(September 11, 2011 ) New York, NY -- While some are commemorating the tenth anniversary of 9/11 with rituals and remembrance, to many New Yorkers, the memory is still simply too painful. They would rather not think about it at all, in an act of “institutional amnesia,” says author J.G. Sandom, a former New Yorker and author of the award-winning book KISS ME, I'M DEAD. “Before there was 9/11, there was 6/15,” Sandom says, “and yet few New Yorkers today remember what that means. History is replete with examples of institutional amnesia – about the Holocaust, the pogroms of Stalin, even slavery. Who knows how we’ll view 9/11 as a culture in fifty or one hundred years. Will we even remember it?"
On June 15, 1904, the General Slocum steamship burned and sank in the East River, killing over a thousand innocent New Yorkers. It was the greatest disaster and loss of life in New York City history . . . until 9/11. In KISS ME, I'M DEAD, this forgotten piece of history serves as the backdrop of an extraordinary story of loss, redemption, justice, and a love that not even death could extinguish.
Ranked one of the Top Ten Children's Books of the year by the Washington Post, KISS ME, I'M DEAD was named a Young Adult Library Services Association (YALSA) Teen's Top Ten, a Notable Book for Teens by the Association of Jewish Libraries Sydney Taylor Book Award Committee, and nominated for a Cybils literary award, a Best Books for Young Adults (BBYA) by the American Library Association (ALA), and recently added to Horn Book’s list of Recommended American Historical Fiction.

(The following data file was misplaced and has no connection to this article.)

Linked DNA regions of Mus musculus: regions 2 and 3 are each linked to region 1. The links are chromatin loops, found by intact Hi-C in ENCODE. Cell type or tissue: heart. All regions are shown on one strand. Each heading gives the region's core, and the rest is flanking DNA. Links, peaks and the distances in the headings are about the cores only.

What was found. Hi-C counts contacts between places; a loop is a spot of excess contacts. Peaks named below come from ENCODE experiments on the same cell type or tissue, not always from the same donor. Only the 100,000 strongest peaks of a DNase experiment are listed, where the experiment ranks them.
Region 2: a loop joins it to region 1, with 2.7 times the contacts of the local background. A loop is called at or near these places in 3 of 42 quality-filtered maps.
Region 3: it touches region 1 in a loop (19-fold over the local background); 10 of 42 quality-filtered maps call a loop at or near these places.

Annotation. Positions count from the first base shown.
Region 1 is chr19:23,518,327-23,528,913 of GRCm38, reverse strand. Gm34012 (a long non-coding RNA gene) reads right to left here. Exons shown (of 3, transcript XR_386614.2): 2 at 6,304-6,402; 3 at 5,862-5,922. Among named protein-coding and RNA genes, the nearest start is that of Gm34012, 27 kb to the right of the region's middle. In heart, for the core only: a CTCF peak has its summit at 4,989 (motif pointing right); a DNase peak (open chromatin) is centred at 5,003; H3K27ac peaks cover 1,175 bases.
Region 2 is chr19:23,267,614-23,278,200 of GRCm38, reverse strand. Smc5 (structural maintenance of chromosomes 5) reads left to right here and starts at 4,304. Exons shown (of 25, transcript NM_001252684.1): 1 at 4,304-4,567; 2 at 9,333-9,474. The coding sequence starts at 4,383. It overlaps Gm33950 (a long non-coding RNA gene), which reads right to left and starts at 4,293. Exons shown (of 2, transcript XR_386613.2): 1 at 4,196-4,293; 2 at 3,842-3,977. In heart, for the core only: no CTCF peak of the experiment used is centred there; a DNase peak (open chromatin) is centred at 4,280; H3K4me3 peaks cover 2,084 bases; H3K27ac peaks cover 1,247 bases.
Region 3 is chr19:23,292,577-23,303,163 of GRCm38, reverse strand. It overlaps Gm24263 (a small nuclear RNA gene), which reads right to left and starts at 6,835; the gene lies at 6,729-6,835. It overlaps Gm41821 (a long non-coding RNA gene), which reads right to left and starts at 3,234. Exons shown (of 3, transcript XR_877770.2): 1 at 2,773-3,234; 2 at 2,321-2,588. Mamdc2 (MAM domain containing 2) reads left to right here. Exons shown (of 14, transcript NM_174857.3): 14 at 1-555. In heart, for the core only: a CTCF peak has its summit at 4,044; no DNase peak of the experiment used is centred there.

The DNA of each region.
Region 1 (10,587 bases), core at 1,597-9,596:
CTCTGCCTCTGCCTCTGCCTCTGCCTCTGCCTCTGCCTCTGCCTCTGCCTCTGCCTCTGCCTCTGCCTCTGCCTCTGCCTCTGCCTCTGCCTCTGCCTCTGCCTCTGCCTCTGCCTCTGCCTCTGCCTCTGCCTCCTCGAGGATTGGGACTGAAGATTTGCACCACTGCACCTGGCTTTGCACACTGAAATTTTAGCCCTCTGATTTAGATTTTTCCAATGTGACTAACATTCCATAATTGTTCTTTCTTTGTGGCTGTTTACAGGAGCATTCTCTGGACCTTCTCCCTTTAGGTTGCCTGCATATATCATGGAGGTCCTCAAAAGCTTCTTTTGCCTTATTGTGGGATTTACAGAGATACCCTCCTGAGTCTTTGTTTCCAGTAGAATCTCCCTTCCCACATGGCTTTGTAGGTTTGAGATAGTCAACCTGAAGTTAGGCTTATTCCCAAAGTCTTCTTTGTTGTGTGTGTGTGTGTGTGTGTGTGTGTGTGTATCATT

The Washington Post said, "(J.G. Sandom) writes with a precision and delicacy unusual for YA fiction," and called the book, "A subtle gem." School Library Journal said, "KISS ME, I'M DEAD tells a remarkable story in a remarkable way." Horn Book Magazine called the work, "A decidedly unconventional ghost story . . . (and) a tightly wound novel." Kirkus Reviews termed it, "A remarkable account." Romantic Times said, "KISS ME, I'M DEAD is a book you shouldn't pass up." And Bookslut.com said, "KISS ME, I'M DEAD scores on several levels, most notably as a drama that blows apart all preconceived notions of how history can be retold."
“I was living in the Village on 9/11,” Sandom adds. “I saw what happened to the city. And I wondered: Has this ever happened before, and how did we cope as New Yorkers? That’s when I discovered the story of the General Slocum. Some people remember the Triangle Shirt Factory fire, which killed relatively few people, but we collectively forgot the General Slocum. The tragedy occurred just before World War I, and the victims of the steamship disaster were mostly poor German immigrants. No one wanted to remember the loss of a thousand Germans after we entered the Great War. At the time, we preferred to forget them. It’s important to remember that sometimes cultures intentionally forget. Sometimes – like those who’d rather not think about 9/11 on this tenth anniversary – we intentionally and collectively misremember.”
J.G. Sandom is the author of nine thrillers and mysteries, including GOSPEL TRUTHS, THE GOD MACHINE, THE WALL STREET MURDER CLUB, and THE WAVE – A JOHN DECKER THRILLER, as well as several Young Adult novels including KISS ME, I’M DEAD, and CONFESSIONS OF A TEENAGE BODY SNATCHER.